Dog Marking Codes and Dog Territory Marking Two Males at Home

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Dog Marking Codes and Dog Territory Marking Two Males at Home

by Rena Murray



Dog territory marking, dog scent mixing, male spraying, dog marking - it does not matter what you call such bad dog behavior. It may be dog instinctive behavior, but no one wants a dog relieving itself in the house!

Let's say you have an aging male dog who, up until now, has been somewhat of a model citizen. You want you new puppy to learn from him so that training will be easier, and the pup will grow up with some social skills.

You bring the new pup home. The old dog tolerates him, but he clearly is not thrilled to have another male in his house. In a situation such as this, we humans feel a bit guilty, and we want to give the old timer extra affection to be sure he does not feel left out.

Instead of reacting emotionally, the best thing to do, in reality, is to allow the dogs to acclimate to one another. Correct the old dog if he is too rough on the newcomer, but surely correct the pup if he is out of line. Balance is the only thing that will bring harmony between two males (actually, any dogs being together need this balance).

Favoring the dog you had first can easily lead to dog aggression, dog possessive behavior, dog humping and dog mounting behavior, and of course, the dreaded territory marking.

If one of your dogs or both is making his own version of dog marking codes, then do this.

Every day, walk the two dogs together on a heel for a minimum of forty-five minutes. During this time, they are focused on you, their Pack Leader, and they are learning to co-exist with one another. If one dog is a high energy type, also run him in the evening to keep him near the level of the other dog.

Now, if your old fellow is just too old for real walks, then do a couple of psychologically challenging exercises with him and the pup. (Actually, these should be done whether or not the older dog is still young enough to walk.) Make the pup and old dog sit or lie down beside each other for five minutes, then ten, then fifteen, and build it up slowly. What you are doing in this exercise is something that a pack leader in the wild would do. The Alpha Leader will herd the whole pack together and make them sit or lie down next to each other for a countless amount of time. This teaches them to work with one another and to respect each other.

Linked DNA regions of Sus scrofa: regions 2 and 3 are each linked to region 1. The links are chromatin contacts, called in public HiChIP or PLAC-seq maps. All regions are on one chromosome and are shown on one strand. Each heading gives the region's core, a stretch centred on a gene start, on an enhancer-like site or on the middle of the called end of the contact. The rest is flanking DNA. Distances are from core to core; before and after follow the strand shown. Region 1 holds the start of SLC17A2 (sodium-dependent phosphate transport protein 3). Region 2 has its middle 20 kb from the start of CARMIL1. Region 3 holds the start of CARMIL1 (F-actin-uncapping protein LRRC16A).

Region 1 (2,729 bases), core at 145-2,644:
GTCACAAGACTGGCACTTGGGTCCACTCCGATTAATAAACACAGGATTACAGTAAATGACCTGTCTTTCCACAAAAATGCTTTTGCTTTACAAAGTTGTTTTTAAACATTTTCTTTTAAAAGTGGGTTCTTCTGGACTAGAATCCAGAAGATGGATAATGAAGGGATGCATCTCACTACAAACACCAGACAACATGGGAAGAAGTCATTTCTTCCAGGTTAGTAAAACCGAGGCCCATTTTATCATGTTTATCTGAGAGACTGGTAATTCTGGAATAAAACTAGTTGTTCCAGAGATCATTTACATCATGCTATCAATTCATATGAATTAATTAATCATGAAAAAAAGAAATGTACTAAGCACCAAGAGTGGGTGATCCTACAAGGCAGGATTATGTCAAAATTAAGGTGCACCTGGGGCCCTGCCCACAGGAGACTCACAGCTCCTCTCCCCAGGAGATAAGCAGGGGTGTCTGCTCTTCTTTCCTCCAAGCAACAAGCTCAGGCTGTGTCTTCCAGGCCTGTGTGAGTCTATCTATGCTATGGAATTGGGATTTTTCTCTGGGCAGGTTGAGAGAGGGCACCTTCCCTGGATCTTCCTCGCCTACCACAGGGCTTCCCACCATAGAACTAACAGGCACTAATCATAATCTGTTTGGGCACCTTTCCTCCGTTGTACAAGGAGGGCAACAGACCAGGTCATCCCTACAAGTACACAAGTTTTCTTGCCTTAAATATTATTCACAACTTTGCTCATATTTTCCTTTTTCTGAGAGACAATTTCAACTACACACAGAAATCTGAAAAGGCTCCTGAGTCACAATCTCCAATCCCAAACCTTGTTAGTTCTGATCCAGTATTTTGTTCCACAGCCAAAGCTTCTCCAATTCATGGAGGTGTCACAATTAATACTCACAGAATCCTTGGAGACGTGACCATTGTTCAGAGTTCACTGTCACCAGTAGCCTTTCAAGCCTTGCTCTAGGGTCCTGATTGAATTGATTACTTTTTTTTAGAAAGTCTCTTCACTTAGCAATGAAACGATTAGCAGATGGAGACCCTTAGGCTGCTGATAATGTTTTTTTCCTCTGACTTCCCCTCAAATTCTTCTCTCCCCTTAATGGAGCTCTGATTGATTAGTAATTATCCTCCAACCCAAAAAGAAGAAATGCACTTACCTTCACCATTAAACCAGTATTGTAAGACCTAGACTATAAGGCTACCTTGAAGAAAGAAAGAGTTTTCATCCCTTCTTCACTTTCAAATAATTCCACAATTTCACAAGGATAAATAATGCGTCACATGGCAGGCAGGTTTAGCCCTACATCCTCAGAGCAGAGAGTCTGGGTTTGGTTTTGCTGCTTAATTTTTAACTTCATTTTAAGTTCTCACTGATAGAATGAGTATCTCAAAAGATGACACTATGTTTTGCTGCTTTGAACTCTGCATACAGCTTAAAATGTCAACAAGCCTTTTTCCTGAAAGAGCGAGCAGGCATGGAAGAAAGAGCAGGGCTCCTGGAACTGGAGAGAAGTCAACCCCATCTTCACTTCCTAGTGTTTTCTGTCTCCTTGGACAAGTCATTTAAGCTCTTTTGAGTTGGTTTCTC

It is important to be able to pet any dog you wish without any of the dogs complaining about it. Is it favoritism to pet one dog and not the other? Certainly not. I will often pet my Border Collie and tell another approaching dog, "Not now." I have a right to spend personal time with any dog that I wish. When you try to pet both dogs at the same time, they start competing with each other for your affection, instead of learning to respect your preference to have personal time with each one of them.

If the dogs start to fight over something ? anything! ? then "claim it" back. To claim food or any other object, make eye contact with the dog who has what you want. Straighten your shoulders and lift your head with confidence. Step between the object and the dog with your feet spread half way between a military "Atten-hut!" and "At ease." Hold your ground, eye contact, and posture until the dog lies down and turns away. This means the dog has surrendered the object.

Turning the old dog and pup into a "pack" and making them work together is the sure way to stop their individual bad dog behavior of spreading their dog marking codes and make them into a team, so you can restore peace and proper fragrance to your home!

GET HELP from Rena Murray at the Dog Obedience Training website. An accomplished Dog Behavior Modification expert, Dog Obedience Trainer, and Platinum Expert Author, Rena provides self-help Articles and free "Best Ezines"-recognized newsletter: PAW PERSUASION POINTERS to help you better understand communication and control of your dogs, debunk dog training myths, explore right and wrong dog training techniques for specific situations, address destructive dog behavior, excessive and obsessive dog behavior, and other canine issues, from new puppy to old dog. Subscribe for free at PawPersuasion.com, visit Rena's BLOG - www.pawpersuasion.com/blog , find the dog products, crates, and gifts you need at PawPersuasion.com, and Contact Rena for Coaching .



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